By Peggy Orenstein, www.nytimes.com
Food is never just food. Food is love. Food is solace. It is politics. It is religion. And if that’s not enough to heap on your dinner plate each night, food is also, especially for mothers, the instant-read measure of our parenting. We are not only what we eat, we are what we feed our children. So here in Berkeley — where a preoccupation with locally grown, organic, sustainable agriculture is presumed — the mom who strolls the farmers’ markets can feel superior to the one who buys pesticide-free produce trucked in from Mexico, who can, in turn, lord it over the one who stoops to conventionally grown carrots (though the folks who grow their own trump us all). Let it slip that you took the kids to McDonald’s, and watch how fast those play dates dry up.
Doing right by our kids means doing right by their health — body and soul. Yet even as awareness about the family diet has spread across the country (especially among the middle class and the affluent), so, it seems, have youngsters’ waistlines. According to the Centers for Disease Control and Prevention, a full third of America’s children areoverweight, and 17 percent are clinically obese — a rate that has more than tripled since 1976. Those figures may be alarming, yet equally disturbing are the numbers of children, girls in particular, who risk their health in the other direction, in the vain pursuit of thinness. In a 2002 survey of 81,247 Minnesota high-school students published in The Journal of Adolescent Health, more than half of the girls reported engaging in some form of disordered behavior while trying to lose weight: fasting, popping diet pills, smoking, vomiting, abusing laxatives, binge eating.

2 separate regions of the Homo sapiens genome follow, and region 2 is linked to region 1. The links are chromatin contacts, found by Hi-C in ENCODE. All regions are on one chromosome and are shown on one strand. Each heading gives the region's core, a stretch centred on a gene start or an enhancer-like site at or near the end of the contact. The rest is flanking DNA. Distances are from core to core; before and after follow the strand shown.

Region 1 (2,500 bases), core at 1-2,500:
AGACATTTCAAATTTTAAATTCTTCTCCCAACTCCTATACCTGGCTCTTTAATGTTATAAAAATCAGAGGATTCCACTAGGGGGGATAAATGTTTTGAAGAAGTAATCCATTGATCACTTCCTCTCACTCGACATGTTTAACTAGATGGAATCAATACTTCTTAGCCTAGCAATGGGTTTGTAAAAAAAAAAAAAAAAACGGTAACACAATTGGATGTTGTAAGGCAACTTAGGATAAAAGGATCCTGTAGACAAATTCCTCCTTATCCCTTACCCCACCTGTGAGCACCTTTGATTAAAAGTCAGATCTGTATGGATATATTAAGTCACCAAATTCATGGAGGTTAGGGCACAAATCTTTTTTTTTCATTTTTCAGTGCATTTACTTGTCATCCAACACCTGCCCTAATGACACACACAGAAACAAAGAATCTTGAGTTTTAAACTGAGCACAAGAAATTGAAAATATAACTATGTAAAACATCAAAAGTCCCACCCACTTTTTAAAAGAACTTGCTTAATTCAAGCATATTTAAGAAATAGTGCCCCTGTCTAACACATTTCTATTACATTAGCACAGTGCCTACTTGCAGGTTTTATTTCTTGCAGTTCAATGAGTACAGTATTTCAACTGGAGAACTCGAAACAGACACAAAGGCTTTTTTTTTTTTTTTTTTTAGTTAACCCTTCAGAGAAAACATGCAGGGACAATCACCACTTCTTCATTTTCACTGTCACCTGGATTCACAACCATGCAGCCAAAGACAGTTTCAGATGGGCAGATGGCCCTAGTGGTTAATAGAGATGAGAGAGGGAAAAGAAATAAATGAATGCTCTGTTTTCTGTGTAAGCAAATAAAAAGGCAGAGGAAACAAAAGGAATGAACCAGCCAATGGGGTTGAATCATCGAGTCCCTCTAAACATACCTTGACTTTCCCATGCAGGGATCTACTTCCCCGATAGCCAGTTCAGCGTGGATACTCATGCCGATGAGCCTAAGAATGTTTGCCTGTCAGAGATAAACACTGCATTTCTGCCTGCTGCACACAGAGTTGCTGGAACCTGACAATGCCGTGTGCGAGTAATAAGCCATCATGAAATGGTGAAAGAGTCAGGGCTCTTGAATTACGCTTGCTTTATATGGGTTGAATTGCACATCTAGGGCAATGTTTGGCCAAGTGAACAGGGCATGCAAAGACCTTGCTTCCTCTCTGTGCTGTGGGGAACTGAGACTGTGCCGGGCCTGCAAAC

Parents, then, are left in quandary, worrying about both the perils of obesity and those of anorexia. How can you simultaneously encourage your daughter to watch her size and accept her body? My own initial impulse, when I found out I was pregnant with a girl, was to suggest that my husband take responsibility for feeding her. After all, he doesn’t see a few extra pounds as a character flaw. Nor does he serve up a heaping helping of internal conflict with every meal. It’s not that I’m extreme; it’s just that like most — heck all — of the women I know, my relationship to food, to my weight, to my body is . . . complicated. I did not want to pass that pathology on to my daughter.